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NEWS STORIES

Human Trafficking Happening Everywhere, Even the NorthwoodsSubmitted: 11/27/2012
Story By Lyndsey Stemm

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RHINELANDER - Human Trafficking: not a problem you'd ever imagine having in the Northwoods.

But one local group is saying it is here; people just don't know how to identify it.

"The injustice, the outrage of human trafficking must be called by its true name: modern slavery," said President Obama in an address on trafficking.

Slavery fueled by crimes against Americans. Eighty percent of trafficking victims in the U.S. are U.S. citizens. Eighty two percent of those victims are from sex trafficking. The first step in fighting it is to tackle misconceptions.

"The most common misconception is that trafficking means that it's only a crime if there's some type of international transportation. What we're really talking about is a crime of either forced labor or forced sex trafficking," says John Vaudreuil, U.S. Attorney for the Western District of Wisconsin.

One of the biggest problems is people see those victims as common prostitutes, in the profession willingly.

"What we're talking about is really peonage; involuntary, compelled, in this case, sex trafficking," says Vaudreuil.

The biggest challenge for prosecutors is they don't get self-reporting victims.

"They're terrified of the police, they're terrified of the person who's controlling them. So the challenge for us is to see people as victims when they are not going to report themselves as victims," says Vaudreuil.

"It's very important, I felt, to bring the information to not only law enforcement but to all of the systems that could potentially work with victims to recognize the red flags," says Shellie Holmes, Executive Director of the Tri-County Council on Domestic Violence and Sexual Assault.

Once Holmes recognized those red flags she was stunned to realize it has already been right in front of them.

"I realized that in the last three years we have had three trafficked women in our shelter. We just didn't know how to identify it," says Holmes.

A problem the council hopes education will solve. For now, they want the community to keep its eyes open and keep in mind things may not always be what they seem.

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 IN OTHER NEWS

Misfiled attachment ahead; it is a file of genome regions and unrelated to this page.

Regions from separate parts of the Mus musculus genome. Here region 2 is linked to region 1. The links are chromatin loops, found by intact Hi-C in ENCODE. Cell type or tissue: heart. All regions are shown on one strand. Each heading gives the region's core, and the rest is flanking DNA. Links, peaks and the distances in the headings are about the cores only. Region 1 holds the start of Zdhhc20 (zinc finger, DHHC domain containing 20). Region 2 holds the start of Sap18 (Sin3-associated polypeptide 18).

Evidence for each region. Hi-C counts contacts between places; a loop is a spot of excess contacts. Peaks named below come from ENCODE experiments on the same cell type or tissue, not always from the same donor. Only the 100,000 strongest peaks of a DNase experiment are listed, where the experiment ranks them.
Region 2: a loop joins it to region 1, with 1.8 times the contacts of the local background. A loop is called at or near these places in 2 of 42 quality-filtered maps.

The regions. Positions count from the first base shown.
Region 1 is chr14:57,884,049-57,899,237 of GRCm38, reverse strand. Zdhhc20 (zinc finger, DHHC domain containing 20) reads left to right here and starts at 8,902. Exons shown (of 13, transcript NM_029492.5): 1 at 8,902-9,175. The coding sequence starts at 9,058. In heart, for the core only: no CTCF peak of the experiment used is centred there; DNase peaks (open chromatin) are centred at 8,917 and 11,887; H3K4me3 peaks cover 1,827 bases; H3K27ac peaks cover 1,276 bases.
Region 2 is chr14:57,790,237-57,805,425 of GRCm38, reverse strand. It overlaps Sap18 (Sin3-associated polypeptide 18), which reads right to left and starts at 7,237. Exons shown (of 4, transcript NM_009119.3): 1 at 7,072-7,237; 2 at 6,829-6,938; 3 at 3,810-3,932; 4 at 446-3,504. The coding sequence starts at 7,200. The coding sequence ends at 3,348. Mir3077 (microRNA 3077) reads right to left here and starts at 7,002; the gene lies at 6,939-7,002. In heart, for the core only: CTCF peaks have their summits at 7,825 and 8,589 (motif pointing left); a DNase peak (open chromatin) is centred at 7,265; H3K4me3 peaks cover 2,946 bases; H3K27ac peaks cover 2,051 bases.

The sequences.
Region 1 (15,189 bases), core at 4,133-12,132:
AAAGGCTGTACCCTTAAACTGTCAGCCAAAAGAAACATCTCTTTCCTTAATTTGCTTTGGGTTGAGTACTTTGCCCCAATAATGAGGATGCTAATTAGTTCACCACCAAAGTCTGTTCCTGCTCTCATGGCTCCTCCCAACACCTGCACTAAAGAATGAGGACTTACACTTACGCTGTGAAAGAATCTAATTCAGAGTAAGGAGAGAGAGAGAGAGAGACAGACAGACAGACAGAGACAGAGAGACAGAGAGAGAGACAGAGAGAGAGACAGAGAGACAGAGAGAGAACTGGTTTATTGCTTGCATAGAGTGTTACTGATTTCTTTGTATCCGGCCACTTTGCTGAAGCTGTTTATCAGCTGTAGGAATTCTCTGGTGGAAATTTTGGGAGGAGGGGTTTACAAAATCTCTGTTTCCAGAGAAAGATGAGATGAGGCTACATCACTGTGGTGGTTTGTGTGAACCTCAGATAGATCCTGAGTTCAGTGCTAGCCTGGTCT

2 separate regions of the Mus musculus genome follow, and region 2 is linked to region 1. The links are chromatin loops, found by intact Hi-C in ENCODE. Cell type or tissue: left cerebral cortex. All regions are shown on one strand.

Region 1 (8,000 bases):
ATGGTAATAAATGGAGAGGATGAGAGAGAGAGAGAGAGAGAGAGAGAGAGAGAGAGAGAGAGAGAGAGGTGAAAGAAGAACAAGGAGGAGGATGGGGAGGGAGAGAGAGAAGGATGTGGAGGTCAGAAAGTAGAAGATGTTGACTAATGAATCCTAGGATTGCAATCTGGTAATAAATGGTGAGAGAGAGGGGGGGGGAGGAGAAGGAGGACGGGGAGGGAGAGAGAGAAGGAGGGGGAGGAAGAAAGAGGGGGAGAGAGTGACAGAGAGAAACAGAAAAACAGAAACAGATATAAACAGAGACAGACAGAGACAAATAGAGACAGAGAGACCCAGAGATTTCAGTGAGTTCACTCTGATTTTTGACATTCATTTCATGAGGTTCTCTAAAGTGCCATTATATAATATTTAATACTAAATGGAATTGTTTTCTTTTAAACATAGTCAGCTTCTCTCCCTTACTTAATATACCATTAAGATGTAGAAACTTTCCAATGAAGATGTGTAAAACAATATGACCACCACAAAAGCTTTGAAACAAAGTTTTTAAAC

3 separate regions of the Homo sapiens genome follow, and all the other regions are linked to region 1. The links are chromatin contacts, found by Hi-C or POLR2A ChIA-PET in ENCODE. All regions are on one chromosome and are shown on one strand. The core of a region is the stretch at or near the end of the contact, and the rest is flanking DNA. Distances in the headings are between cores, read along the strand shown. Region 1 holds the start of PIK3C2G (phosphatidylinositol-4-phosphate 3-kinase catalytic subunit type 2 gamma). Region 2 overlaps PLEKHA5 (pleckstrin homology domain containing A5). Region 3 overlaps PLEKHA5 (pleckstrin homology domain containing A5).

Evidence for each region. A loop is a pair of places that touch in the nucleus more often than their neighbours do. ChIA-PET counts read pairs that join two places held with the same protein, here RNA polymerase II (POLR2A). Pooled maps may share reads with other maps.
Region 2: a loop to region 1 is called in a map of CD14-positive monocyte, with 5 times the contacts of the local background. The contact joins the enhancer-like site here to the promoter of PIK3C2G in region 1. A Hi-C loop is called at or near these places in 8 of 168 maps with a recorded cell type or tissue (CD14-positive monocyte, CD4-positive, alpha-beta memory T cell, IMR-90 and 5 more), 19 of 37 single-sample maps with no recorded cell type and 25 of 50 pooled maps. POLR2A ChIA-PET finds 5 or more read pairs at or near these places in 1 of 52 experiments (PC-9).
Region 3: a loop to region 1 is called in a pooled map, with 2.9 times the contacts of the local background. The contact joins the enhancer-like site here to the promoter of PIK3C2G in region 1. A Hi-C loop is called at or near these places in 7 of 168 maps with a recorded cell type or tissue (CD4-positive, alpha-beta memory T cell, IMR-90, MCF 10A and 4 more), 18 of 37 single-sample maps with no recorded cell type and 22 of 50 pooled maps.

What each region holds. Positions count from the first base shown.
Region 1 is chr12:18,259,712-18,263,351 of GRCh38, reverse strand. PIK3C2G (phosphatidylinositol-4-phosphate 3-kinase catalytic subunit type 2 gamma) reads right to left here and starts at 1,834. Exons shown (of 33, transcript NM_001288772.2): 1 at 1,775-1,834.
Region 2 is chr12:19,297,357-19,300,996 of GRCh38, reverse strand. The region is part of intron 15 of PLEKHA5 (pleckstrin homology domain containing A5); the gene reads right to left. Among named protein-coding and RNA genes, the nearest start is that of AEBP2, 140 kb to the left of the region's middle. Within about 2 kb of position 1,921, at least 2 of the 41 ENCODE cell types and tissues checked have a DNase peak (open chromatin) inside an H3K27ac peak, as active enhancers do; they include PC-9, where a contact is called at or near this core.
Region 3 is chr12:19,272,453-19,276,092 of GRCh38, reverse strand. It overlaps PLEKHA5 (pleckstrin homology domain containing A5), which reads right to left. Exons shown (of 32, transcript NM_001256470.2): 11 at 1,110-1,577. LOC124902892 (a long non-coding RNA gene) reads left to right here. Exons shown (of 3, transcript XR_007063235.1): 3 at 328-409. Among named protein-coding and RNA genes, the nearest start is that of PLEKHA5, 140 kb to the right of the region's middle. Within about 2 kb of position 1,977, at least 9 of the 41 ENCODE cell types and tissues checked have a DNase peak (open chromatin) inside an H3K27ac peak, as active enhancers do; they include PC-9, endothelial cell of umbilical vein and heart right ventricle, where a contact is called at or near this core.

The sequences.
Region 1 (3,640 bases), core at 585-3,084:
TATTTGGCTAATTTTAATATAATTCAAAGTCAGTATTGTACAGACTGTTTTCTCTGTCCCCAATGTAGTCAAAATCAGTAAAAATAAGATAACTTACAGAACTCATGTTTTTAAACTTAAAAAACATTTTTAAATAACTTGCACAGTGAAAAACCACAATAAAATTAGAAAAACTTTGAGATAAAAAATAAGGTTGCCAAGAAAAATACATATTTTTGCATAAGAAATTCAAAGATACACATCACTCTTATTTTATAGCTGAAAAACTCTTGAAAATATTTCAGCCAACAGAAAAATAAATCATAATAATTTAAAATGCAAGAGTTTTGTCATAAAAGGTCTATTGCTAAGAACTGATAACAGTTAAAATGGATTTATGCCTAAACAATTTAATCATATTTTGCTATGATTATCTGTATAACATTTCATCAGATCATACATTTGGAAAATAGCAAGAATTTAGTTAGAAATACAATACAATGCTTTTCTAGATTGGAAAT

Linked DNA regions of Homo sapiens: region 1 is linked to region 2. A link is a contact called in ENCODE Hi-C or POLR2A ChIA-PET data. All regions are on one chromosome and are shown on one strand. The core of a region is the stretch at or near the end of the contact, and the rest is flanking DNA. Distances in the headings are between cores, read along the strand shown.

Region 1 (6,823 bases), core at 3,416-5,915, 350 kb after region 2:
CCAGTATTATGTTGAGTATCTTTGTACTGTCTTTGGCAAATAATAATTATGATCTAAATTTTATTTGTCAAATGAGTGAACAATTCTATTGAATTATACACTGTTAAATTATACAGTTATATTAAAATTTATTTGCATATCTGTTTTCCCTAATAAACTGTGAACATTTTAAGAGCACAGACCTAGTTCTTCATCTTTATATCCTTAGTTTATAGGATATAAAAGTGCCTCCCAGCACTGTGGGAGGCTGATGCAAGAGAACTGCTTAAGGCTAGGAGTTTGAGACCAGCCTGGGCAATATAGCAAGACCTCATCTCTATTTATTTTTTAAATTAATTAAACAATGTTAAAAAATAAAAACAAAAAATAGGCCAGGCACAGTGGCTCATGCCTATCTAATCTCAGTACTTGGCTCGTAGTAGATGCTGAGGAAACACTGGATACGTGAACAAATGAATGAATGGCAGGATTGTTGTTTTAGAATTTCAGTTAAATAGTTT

ACT Exam mandatory for Wisconsin students this yearSubmitted: 08/20/2014

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EAGLE RIVER - College bound high school students in the Midwest need to take the ACT.

One Northwoods high school has seen an increase in how many students are taking the test.

About 60% of students at Northland Pines High School took the ACT last year, compared to about 53% that took it in 2010.

"We're increasing that number every year, doing our best to do that and encourage students to take this test," says Northland Pines High School Principal Jim Brewer. "It's not only just for students that are going to college, it's for anybody to take this assessment and see where they're at."

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Wisconsin water supplies deal with two contaminants during 2013Submitted: 08/20/2014

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WISCONSIN - Wisconsin keeps high standards for clean drinking water. On a yearly basis, they do a good job at meeting that standard, but during 2013, more water supplies were found with one of two contaminants.

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Concussion Awareness for High School SportsSubmitted: 08/20/2014

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RHINELANDER - Football season kicks off this Friday for many high schools across the state.

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When sport seasons begin, so does important concussion testing. Rhinelander has two tests.

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Wisconsin retains number 2 spot on ACT test Submitted: 08/20/2014

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Local expert offers tips on keeping shrubs and trees healthySubmitted: 08/20/2014

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Many people were forced to buy new trees and shrubs because they didn't survive the winter. Experts at Hanson's Gardening Village told us about a few trees that are most vulnerable to the winter.

"We had some in our own nursery here that we had to dispose of this spring," said Hanson's Garden Village Co-owner Brent Hanson. "A lot of people saw this effect where you get the leafing out like you would normally expect in the spring and then all of the sudden, all the little leaves turn brown the tree seems to be dead. In the worst case scenario, the tree is dead and it seems to me from what I've seen is that maples were most affected and unfortunately, fruit trees."

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